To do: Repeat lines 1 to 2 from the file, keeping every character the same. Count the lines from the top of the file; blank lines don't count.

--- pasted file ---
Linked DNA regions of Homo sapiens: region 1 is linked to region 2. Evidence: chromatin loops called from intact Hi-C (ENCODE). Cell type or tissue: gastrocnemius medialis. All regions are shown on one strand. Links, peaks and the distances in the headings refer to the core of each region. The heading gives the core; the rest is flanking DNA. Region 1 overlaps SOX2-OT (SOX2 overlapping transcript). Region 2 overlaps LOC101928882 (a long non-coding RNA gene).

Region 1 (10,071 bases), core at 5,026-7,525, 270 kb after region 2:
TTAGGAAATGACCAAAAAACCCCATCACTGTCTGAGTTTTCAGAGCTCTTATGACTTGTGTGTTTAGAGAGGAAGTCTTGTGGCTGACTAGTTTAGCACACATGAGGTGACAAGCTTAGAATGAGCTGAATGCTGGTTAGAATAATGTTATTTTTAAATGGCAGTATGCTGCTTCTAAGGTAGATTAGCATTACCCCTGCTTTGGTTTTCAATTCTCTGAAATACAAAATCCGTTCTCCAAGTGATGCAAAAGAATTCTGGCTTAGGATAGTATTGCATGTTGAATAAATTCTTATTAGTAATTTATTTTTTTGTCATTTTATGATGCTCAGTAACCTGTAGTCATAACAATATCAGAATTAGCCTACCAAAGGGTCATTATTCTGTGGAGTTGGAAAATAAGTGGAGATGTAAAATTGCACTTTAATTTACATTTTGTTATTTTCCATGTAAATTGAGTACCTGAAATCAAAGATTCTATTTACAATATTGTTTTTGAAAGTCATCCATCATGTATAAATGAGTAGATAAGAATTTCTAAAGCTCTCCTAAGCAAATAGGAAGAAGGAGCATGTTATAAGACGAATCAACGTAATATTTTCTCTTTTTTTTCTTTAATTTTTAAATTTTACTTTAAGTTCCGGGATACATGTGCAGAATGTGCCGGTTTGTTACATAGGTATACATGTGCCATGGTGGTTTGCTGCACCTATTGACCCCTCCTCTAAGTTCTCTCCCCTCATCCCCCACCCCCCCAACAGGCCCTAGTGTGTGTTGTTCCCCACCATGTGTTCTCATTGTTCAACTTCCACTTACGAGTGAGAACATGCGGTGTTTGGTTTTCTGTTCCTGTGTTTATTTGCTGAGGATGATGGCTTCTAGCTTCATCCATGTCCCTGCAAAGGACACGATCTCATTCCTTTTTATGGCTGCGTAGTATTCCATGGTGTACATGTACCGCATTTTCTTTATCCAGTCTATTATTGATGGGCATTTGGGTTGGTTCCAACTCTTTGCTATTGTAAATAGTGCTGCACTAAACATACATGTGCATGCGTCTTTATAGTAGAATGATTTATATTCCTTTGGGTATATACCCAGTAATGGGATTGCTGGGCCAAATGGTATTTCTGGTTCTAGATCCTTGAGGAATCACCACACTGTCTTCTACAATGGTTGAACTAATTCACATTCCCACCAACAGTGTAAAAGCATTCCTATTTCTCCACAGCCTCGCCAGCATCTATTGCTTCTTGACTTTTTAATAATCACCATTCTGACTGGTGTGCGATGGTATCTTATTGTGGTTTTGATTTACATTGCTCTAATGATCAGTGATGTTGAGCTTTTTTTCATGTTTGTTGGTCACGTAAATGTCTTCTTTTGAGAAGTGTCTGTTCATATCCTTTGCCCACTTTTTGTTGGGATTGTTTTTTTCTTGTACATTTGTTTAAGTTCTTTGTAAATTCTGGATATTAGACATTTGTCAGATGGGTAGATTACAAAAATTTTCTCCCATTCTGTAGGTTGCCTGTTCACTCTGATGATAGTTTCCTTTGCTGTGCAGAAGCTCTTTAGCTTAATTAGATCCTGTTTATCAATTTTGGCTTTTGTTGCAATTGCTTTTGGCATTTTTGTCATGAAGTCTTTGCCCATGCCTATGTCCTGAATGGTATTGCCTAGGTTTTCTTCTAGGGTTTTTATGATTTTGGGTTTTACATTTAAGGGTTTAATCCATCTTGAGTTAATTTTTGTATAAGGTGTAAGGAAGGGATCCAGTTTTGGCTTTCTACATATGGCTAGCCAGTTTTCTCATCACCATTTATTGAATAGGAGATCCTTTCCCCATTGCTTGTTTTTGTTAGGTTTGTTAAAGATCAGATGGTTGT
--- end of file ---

Linked DNA regions of Homo sapiens: region 1 is linked to region 2. Evidence: chromatin loops called from intact Hi-C (ENCODE). Cell type or tissue: gastrocnemius medialis. All regions are shown on one strand. Links, peaks and the distances in the headings refer to the core of each region. The heading gives the core; the rest is flanking DNA. Region 1 overlaps SOX2-OT (SOX2 overlapping transcript). Region 2 overlaps LOC101928882 (a long non-coding RNA gene).

Region 1 (10,071 bases), core at 5,026-7,525, 270 kb after region 2: